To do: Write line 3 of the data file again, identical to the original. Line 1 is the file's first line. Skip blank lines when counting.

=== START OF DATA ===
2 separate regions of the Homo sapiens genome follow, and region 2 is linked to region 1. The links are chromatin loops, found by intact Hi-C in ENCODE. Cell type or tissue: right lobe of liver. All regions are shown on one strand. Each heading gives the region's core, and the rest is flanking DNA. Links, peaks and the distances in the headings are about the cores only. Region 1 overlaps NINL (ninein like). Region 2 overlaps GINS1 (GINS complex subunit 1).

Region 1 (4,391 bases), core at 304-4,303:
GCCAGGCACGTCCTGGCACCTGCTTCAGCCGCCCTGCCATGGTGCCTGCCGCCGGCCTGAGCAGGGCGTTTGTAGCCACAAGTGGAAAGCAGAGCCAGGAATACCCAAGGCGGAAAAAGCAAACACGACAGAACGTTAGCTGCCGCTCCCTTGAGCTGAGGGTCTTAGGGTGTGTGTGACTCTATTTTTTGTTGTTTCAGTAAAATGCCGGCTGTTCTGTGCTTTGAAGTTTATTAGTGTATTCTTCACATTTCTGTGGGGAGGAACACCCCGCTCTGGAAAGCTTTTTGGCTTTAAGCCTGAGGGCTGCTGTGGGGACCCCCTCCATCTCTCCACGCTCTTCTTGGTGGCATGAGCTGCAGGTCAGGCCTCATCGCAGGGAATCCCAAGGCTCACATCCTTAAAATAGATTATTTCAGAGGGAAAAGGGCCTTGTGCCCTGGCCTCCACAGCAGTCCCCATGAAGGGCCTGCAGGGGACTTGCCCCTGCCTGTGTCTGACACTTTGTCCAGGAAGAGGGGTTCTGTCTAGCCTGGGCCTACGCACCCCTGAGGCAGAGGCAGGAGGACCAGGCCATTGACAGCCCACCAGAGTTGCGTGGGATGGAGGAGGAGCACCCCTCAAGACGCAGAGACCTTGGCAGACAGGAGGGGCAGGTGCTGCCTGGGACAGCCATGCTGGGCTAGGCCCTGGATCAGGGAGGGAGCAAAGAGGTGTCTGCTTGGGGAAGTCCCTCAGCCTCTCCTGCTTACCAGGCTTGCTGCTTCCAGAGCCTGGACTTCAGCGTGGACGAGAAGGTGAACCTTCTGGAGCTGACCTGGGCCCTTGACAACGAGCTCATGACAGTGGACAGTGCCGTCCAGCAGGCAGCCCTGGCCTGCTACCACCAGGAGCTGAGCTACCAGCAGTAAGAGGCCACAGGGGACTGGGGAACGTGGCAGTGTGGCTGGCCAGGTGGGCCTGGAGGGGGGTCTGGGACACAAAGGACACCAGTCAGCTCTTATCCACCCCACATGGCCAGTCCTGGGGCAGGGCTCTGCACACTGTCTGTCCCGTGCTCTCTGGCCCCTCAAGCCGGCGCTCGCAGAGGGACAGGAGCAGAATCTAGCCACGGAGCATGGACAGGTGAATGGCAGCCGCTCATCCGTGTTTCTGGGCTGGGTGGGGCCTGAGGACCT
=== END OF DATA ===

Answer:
GCCAGGCACGTCCTGGCACCTGCTTCAGCCGCCCTGCCATGGTGCCTGCCGCCGGCCTGAGCAGGGCGTTTGTAGCCACAAGTGGAAAGCAGAGCCAGGAATACCCAAGGCGGAAAAAGCAAACACGACAGAACGTTAGCTGCCGCTCCCTTGAGCTGAGGGTCTTAGGGTGTGTGTGACTCTATTTTTTGTTGTTTCAGTAAAATGCCGGCTGTTCTGTGCTTTGAAGTTTATTAGTGTATTCTTCACATTTCTGTGGGGAGGAACACCCCGCTCTGGAAAGCTTTTTGGCTTTAAGCCTGAGGGCTGCTGTGGGGACCCCCTCCATCTCTCCACGCTCTTCTTGGTGGCATGAGCTGCAGGTCAGGCCTCATCGCAGGGAATCCCAAGGCTCACATCCTTAAAATAGATTATTTCAGAGGGAAAAGGGCCTTGTGCCCTGGCCTCCACAGCAGTCCCCATGAAGGGCCTGCAGGGGACTTGCCCCTGCCTGTGTCTGACACTTTGTCCAGGAAGAGGGGTTCTGTCTAGCCTGGGCCTACGCACCCCTGAGGCAGAGGCAGGAGGACCAGGCCATTGACAGCCCACCAGAGTTGCGTGGGATGGAGGAGGAGCACCCCTCAAGACGCAGAGACCTTGGCAGACAGGAGGGGCAGGTGCTGCCTGGGACAGCCATGCTGGGCTAGGCCCTGGATCAGGGAGGGAGCAAAGAGGTGTCTGCTTGGGGAAGTCCCTCAGCCTCTCCTGCTTACCAGGCTTGCTGCTTCCAGAGCCTGGACTTCAGCGTGGACGAGAAGGTGAACCTTCTGGAGCTGACCTGGGCCCTTGACAACGAGCTCATGACAGTGGACAGTGCCGTCCAGCAGGCAGCCCTGGCCTGCTACCACCAGGAGCTGAGCTACCAGCAGTAAGAGGCCACAGGGGACTGGGGAACGTGGCAGTGTGGCTGGCCAGGTGGGCCTGGAGGGGGGTCTGGGACACAAAGGACACCAGTCAGCTCTTATCCACCCCACATGGCCAGTCCTGGGGCAGGGCTCTGCACACTGTCTGTCCCGTGCTCTCTGGCCCCTCAAGCCGGCGCTCGCAGAGGGACAGGAGCAGAATCTAGCCACGGAGCATGGACAGGTGAATGGCAGCCGCTCATCCGTGTTTCTGGGCTGGGTGGGGCCTGAGGACCT